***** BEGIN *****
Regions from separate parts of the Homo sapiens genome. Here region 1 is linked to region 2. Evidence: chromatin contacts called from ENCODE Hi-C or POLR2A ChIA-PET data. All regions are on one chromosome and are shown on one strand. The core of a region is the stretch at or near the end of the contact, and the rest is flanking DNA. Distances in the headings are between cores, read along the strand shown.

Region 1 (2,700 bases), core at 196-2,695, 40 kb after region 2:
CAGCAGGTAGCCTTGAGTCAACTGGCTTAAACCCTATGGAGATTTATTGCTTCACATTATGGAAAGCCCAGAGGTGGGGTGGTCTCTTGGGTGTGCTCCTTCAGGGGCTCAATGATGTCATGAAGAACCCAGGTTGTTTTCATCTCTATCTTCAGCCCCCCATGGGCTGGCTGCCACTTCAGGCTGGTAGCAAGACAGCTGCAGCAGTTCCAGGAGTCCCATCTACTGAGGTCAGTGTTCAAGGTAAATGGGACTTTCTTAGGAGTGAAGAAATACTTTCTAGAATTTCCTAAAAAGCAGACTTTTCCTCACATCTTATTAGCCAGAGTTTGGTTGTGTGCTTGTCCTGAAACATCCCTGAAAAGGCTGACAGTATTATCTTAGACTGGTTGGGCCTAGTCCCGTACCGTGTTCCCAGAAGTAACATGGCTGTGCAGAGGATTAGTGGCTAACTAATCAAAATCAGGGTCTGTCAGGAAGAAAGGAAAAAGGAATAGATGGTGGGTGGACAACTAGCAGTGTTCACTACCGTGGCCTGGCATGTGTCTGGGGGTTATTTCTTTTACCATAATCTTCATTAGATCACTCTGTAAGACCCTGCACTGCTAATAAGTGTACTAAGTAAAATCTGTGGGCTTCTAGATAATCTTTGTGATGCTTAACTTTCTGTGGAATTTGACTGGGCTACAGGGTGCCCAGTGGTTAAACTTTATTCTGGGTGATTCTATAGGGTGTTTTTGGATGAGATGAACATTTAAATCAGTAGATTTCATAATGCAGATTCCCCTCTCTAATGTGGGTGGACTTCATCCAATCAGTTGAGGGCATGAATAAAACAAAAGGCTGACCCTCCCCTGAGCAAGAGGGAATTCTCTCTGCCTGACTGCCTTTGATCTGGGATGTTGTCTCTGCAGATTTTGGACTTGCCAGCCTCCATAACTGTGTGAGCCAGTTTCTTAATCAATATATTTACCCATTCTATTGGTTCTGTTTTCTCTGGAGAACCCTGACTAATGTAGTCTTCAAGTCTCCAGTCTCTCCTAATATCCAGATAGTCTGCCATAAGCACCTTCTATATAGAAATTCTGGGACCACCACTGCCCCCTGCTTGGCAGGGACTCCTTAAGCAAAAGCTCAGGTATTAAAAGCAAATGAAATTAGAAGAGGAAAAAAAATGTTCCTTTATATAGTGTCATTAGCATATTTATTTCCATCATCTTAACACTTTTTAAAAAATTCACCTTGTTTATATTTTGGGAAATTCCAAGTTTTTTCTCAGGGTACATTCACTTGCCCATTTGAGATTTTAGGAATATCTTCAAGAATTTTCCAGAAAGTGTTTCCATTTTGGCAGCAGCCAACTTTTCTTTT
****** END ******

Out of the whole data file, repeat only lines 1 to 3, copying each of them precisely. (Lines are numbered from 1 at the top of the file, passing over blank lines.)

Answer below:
Regions from separate parts of the Homo sapiens genome. Here region 1 is linked to region 2. Evidence: chromatin contacts called from ENCODE Hi-C or POLR2A ChIA-PET data. All regions are on one chromosome and are shown on one strand. The core of a region is the stretch at or near the end of the contact, and the rest is flanking DNA. Distances in the headings are between cores, read along the strand shown.

Region 1 (2,700 bases), core at 196-2,695, 40 kb after region 2:
CAGCAGGTAGCCTTGAGTCAACTGGCTTAAACCCTATGGAGATTTATTGCTTCACATTATGGAAAGCCCAGAGGTGGGGTGGTCTCTTGGGTGTGCTCCTTCAGGGGCTCAATGATGTCATGAAGAACCCAGGTTGTTTTCATCTCTATCTTCAGCCCCCCATGGGCTGGCTGCCACTTCAGGCTGGTAGCAAGACAGCTGCAGCAGTTCCAGGAGTCCCATCTACTGAGGTCAGTGTTCAAGGTAAATGGGACTTTCTTAGGAGTGAAGAAATACTTTCTAGAATTTCCTAAAAAGCAGACTTTTCCTCACATCTTATTAGCCAGAGTTTGGTTGTGTGCTTGTCCTGAAACATCCCTGAAAAGGCTGACAGTATTATCTTAGACTGGTTGGGCCTAGTCCCGTACCGTGTTCCCAGAAGTAACATGGCTGTGCAGAGGATTAGTGGCTAACTAATCAAAATCAGGGTCTGTCAGGAAGAAAGGAAAAAGGAATAGATGGTGGGTGGACAACTAGCAGTGTTCACTACCGTGGCCTGGCATGTGTCTGGGGGTTATTTCTTTTACCATAATCTTCATTAGATCACTCTGTAAGACCCTGCACTGCTAATAAGTGTACTAAGTAAAATCTGTGGGCTTCTAGATAATCTTTGTGATGCTTAACTTTCTGTGGAATTTGACTGGGCTACAGGGTGCCCAGTGGTTAAACTTTATTCTGGGTGATTCTATAGGGTGTTTTTGGATGAGATGAACATTTAAATCAGTAGATTTCATAATGCAGATTCCCCTCTCTAATGTGGGTGGACTTCATCCAATCAGTTGAGGGCATGAATAAAACAAAAGGCTGACCCTCCCCTGAGCAAGAGGGAATTCTCTCTGCCTGACTGCCTTTGATCTGGGATGTTGTCTCTGCAGATTTTGGACTTGCCAGCCTCCATAACTGTGTGAGCCAGTTTCTTAATCAATATATTTACCCATTCTATTGGTTCTGTTTTCTCTGGAGAACCCTGACTAATGTAGTCTTCAAGTCTCCAGTCTCTCCTAATATCCAGATAGTCTGCCATAAGCACCTTCTATATAGAAATTCTGGGACCACCACTGCCCCCTGCTTGGCAGGGACTCCTTAAGCAAAAGCTCAGGTATTAAAAGCAAATGAAATTAGAAGAGGAAAAAAAATGTTCCTTTATATAGTGTCATTAGCATATTTATTTCCATCATCTTAACACTTTTTAAAAAATTCACCTTGTTTATATTTTGGGAAATTCCAAGTTTTTTCTCAGGGTACATTCACTTGCCCATTTGAGATTTTAGGAATATCTTCAAGAATTTTCCAGAAAGTGTTTCCATTTTGGCAGCAGCCAACTTTTCTTTT